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Beijing's cyberspies step up surveillance of ethnic groups with new language-tracking technology

November 25, 2013

November 20, 2013 - Mainland authorities have boosted their cyberspying capability by developing technology that can track communications in the languages of ethnic groups.

The sophisticated new system will allow the monitoring of voice calls, text sent via the internet and even communications embedded in images or graphics to alert them to possible social unrest.

The system is aimed at local authorities in areas such as Xinjiang and Tibet , where security officials do not know the local language. But rights groups warn that the technology could lead to the further suppression of minorities.

Ding Xiaoqing, a professor at Tsinghua University's Centre for Intelligent Image and Document Information Processing, and the leader of the team behind the new application, said most government officials in ethnic regions are Han Chinese who cannot read or speak the local language.

"With the help of our technology, they can have first-hand, real time access to intelligence information. They can also deal with multiple languages with one system," she said. The technology can translate every major ethnic minority language in China, Ding explained.

To broaden its use, the team had included overseas languages such as Arabic and Japanese.

Ding said a more comprehensive surveillance approach could detect valuable information currently going unnoticed.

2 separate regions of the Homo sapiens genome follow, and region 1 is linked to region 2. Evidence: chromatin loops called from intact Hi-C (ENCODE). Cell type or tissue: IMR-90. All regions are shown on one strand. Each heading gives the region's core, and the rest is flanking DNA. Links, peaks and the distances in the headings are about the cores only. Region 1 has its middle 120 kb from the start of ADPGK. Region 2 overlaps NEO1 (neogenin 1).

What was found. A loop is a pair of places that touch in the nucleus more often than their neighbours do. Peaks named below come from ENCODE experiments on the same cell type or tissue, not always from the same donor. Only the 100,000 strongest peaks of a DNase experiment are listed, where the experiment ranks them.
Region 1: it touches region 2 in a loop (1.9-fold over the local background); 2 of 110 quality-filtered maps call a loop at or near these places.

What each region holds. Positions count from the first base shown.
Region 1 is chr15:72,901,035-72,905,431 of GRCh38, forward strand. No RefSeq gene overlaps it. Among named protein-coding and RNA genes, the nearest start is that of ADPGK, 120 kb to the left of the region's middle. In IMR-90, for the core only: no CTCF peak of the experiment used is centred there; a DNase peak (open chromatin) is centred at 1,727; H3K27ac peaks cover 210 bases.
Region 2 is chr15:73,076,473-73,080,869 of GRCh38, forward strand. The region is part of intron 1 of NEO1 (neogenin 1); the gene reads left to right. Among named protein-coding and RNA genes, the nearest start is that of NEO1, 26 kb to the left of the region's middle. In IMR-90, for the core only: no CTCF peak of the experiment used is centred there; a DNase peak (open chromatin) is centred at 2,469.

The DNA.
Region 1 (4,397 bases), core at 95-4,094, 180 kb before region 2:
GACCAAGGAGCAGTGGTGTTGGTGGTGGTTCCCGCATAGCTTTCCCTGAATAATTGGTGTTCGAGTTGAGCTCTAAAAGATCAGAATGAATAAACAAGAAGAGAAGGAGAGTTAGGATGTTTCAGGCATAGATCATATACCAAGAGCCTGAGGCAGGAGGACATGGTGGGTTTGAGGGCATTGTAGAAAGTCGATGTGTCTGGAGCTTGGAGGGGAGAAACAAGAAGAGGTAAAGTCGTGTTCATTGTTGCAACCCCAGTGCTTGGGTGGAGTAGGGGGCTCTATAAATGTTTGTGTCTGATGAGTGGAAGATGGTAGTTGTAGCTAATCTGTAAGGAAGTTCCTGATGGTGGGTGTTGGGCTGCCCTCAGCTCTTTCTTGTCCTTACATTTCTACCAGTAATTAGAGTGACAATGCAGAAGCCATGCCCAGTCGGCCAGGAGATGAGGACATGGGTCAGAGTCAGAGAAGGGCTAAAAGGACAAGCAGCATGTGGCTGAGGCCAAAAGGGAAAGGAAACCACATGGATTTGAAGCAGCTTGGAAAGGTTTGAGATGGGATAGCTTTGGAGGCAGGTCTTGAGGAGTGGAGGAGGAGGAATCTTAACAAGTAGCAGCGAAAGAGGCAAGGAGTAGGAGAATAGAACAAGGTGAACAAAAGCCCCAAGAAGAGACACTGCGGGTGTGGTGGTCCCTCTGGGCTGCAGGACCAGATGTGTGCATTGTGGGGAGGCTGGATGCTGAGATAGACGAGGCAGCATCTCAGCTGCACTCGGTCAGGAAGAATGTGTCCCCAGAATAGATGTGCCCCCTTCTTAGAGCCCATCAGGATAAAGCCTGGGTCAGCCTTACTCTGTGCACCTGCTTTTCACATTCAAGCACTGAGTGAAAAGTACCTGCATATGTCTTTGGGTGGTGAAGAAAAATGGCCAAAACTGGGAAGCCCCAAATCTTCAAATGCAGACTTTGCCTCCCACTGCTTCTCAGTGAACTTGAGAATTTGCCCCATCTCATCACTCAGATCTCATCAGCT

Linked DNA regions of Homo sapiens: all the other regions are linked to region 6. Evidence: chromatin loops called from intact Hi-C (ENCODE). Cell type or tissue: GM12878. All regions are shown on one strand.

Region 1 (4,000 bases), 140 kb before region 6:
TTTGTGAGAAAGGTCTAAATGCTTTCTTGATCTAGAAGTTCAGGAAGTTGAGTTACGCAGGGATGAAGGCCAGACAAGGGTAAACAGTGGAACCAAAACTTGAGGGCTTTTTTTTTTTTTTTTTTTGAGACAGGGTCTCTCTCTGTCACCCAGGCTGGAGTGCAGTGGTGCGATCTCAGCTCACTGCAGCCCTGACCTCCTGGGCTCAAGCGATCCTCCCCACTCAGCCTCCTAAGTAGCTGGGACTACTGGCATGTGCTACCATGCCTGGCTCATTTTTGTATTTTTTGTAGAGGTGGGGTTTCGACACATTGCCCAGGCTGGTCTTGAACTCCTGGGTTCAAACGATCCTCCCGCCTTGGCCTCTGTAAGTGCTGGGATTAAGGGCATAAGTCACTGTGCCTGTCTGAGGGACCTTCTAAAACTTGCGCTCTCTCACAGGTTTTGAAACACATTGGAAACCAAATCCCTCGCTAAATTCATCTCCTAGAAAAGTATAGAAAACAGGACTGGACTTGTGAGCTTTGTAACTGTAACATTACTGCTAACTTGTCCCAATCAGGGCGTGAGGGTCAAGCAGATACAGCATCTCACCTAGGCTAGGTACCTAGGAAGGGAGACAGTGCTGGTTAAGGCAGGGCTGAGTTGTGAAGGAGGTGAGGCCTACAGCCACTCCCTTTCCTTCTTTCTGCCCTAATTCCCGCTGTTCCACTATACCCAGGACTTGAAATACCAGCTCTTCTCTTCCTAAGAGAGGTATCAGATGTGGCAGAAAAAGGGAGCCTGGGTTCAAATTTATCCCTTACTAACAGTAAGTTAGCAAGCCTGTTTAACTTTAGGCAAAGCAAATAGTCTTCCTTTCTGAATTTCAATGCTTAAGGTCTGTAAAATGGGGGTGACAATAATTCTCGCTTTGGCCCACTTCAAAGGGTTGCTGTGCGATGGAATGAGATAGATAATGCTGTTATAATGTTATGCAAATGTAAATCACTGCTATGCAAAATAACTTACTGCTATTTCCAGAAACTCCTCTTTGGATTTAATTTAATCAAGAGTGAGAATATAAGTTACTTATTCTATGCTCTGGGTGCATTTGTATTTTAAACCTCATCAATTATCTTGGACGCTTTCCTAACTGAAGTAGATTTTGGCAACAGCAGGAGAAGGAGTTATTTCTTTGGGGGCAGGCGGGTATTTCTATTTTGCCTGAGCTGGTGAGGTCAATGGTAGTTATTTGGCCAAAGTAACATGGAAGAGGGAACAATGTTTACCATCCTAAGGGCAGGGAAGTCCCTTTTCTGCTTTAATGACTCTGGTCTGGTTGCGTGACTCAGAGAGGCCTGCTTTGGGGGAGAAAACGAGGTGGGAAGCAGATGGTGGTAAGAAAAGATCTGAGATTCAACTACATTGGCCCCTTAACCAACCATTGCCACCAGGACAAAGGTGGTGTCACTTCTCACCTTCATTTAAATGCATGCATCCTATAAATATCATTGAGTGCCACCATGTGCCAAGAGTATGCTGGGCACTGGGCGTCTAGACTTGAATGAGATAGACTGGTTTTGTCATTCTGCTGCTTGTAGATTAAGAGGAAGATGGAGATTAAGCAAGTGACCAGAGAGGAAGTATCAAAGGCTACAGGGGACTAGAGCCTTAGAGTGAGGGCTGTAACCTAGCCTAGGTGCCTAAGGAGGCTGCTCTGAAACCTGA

She pointed to the recent suspected terrorist attack at Tiananmen Square on October 28, in which five people died and 38 were injured.

Beijing blamed the violence on Xinjiang separatists. But a more robust system might have picked out warning signs, Ding said, especially those encoded in images.

"An increasing number of messages are passed around on the internet in image format to dodge the government's surveillance. Most of the equipment in use these days cannot deal with such information," she said.

The central government already maintains a vast cybersurveillance system and employs hundreds of thousands of staff to comb through online communications.

It also has the ability to detect the level of "public emotion" contained in non-Putonghua posts or commentaries on the internet and alert authorities to possible outbreaks of unrest.

But the system faces constraints. For instance, it can deal with only a single language, and requires operators who speak it.

International rights groups expressed concerns over increased monitoring.

Eleanor Byrne-Rosengren, director of Free Tibet in London, said technology was already being used to suppress free speech and the distribution of information about Tibetan issues over the internet.

"A Tibetan teenager was arrested earlier this year for having Tibetan loyalty songs on his phone - apparently in a random, physical check.

"We also know that Tibetans have been arrested and questioned regarding specific content [kept in a digital format], implying that electronic surveillance directly prompted the police action," Byrne-Rosengren said.

"New forms of technological surveillance are certainly a matter of concern - sharing information by electronic means has already led to significant jail sentences - and we will be monitoring developments closely."
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